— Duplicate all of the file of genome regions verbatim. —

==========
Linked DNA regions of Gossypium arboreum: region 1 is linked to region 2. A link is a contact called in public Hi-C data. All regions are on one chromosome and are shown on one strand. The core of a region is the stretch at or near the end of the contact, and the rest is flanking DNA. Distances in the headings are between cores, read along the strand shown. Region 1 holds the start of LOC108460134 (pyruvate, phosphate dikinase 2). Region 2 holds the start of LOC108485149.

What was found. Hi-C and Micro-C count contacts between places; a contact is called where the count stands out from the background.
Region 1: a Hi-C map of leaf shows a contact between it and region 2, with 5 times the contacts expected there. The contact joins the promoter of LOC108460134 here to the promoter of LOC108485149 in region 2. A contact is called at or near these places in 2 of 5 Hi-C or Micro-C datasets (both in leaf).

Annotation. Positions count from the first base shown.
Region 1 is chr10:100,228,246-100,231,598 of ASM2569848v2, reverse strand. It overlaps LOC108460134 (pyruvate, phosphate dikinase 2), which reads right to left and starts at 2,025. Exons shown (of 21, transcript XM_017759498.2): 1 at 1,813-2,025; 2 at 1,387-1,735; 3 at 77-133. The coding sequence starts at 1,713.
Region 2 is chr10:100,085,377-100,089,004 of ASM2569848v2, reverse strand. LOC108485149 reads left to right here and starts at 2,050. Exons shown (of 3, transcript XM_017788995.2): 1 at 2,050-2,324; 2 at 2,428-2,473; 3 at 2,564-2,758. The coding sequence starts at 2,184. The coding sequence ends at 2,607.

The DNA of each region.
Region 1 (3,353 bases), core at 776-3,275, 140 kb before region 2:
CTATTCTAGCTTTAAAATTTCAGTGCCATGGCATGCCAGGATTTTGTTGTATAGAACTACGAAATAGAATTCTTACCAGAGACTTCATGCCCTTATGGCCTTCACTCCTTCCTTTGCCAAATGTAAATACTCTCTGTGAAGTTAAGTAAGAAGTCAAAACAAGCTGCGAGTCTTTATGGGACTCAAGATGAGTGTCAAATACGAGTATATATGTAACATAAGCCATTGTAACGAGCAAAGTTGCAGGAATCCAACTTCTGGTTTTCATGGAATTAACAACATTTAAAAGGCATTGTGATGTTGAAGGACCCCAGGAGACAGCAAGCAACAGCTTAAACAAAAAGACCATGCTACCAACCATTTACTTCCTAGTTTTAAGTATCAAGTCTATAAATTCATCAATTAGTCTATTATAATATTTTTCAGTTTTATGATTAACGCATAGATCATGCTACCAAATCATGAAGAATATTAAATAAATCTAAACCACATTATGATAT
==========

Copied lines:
Linked DNA regions of Gossypium arboreum: region 1 is linked to region 2. A link is a contact called in public Hi-C data. All regions are on one chromosome and are shown on one strand. The core of a region is the stretch at or near the end of the contact, and the rest is flanking DNA. Distances in the headings are between cores, read along the strand shown. Region 1 holds the start of LOC108460134 (pyruvate, phosphate dikinase 2). Region 2 holds the start of LOC108485149.

What was found. Hi-C and Micro-C count contacts between places; a contact is called where the count stands out from the background.
Region 1: a Hi-C map of leaf shows a contact between it and region 2, with 5 times the contacts expected there. The contact joins the promoter of LOC108460134 here to the promoter of LOC108485149 in region 2. A contact is called at or near these places in 2 of 5 Hi-C or Micro-C datasets (both in leaf).

Annotation. Positions count from the first base shown.
Region 1 is chr10:100,228,246-100,231,598 of ASM2569848v2, reverse strand. It overlaps LOC108460134 (pyruvate, phosphate dikinase 2), which reads right to left and starts at 2,025. Exons shown (of 21, transcript XM_017759498.2): 1 at 1,813-2,025; 2 at 1,387-1,735; 3 at 77-133. The coding sequence starts at 1,713.
Region 2 is chr10:100,085,377-100,089,004 of ASM2569848v2, reverse strand. LOC108485149 reads left to right here and starts at 2,050. Exons shown (of 3, transcript XM_017788995.2): 1 at 2,050-2,324; 2 at 2,428-2,473; 3 at 2,564-2,758. The coding sequence starts at 2,184. The coding sequence ends at 2,607.

The DNA of each region.
Region 1 (3,353 bases), core at 776-3,275, 140 kb before region 2:
CTATTCTAGCTTTAAAATTTCAGTGCCATGGCATGCCAGGATTTTGTTGTATAGAACTACGAAATAGAATTCTTACCAGAGACTTCATGCCCTTATGGCCTTCACTCCTTCCTTTGCCAAATGTAAATACTCTCTGTGAAGTTAAGTAAGAAGTCAAAACAAGCTGCGAGTCTTTATGGGACTCAAGATGAGTGTCAAATACGAGTATATATGTAACATAAGCCATTGTAACGAGCAAAGTTGCAGGAATCCAACTTCTGGTTTTCATGGAATTAACAACATTTAAAAGGCATTGTGATGTTGAAGGACCCCAGGAGACAGCAAGCAACAGCTTAAACAAAAAGACCATGCTACCAACCATTTACTTCCTAGTTTTAAGTATCAAGTCTATAAATTCATCAATTAGTCTATTATAATATTTTTCAGTTTTATGATTAACGCATAGATCATGCTACCAAATCATGAAGAATATTAAATAAATCTAAACCACATTATGATAT